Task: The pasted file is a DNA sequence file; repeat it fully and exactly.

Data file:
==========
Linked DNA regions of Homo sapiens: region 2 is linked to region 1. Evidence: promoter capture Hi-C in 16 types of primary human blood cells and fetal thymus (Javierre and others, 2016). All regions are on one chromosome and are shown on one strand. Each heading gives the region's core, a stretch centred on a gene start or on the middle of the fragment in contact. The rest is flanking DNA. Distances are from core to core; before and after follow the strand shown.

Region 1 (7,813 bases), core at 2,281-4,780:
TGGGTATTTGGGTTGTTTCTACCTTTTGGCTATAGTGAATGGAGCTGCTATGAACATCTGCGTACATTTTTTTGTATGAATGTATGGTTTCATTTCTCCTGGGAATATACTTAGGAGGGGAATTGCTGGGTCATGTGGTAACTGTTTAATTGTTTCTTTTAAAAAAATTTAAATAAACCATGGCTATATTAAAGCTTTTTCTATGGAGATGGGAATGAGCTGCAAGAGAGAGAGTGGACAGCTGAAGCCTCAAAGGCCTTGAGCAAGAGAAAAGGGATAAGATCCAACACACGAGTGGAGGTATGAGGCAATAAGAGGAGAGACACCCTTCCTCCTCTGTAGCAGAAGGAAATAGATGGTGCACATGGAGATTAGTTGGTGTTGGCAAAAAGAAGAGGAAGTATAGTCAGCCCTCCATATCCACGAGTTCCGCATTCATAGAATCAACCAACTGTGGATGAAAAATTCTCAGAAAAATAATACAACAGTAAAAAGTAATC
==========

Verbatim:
Linked DNA regions of Homo sapiens: region 2 is linked to region 1. Evidence: promoter capture Hi-C in 16 types of primary human blood cells and fetal thymus (Javierre and others, 2016). All regions are on one chromosome and are shown on one strand. Each heading gives the region's core, a stretch centred on a gene start or on the middle of the fragment in contact. The rest is flanking DNA. Distances are from core to core; before and after follow the strand shown.

Region 1 (7,813 bases), core at 2,281-4,780:
TGGGTATTTGGGTTGTTTCTACCTTTTGGCTATAGTGAATGGAGCTGCTATGAACATCTGCGTACATTTTTTTGTATGAATGTATGGTTTCATTTCTCCTGGGAATATACTTAGGAGGGGAATTGCTGGGTCATGTGGTAACTGTTTAATTGTTTCTTTTAAAAAAATTTAAATAAACCATGGCTATATTAAAGCTTTTTCTATGGAGATGGGAATGAGCTGCAAGAGAGAGAGTGGACAGCTGAAGCCTCAAAGGCCTTGAGCAAGAGAAAAGGGATAAGATCCAACACACGAGTGGAGGTATGAGGCAATAAGAGGAGAGACACCCTTCCTCCTCTGTAGCAGAAGGAAATAGATGGTGCACATGGAGATTAGTTGGTGTTGGCAAAAAGAAGAGGAAGTATAGTCAGCCCTCCATATCCACGAGTTCCGCATTCATAGAATCAACCAACTGTGGATGAAAAATTCTCAGAAAAATAATACAACAGTAAAAAGTAATC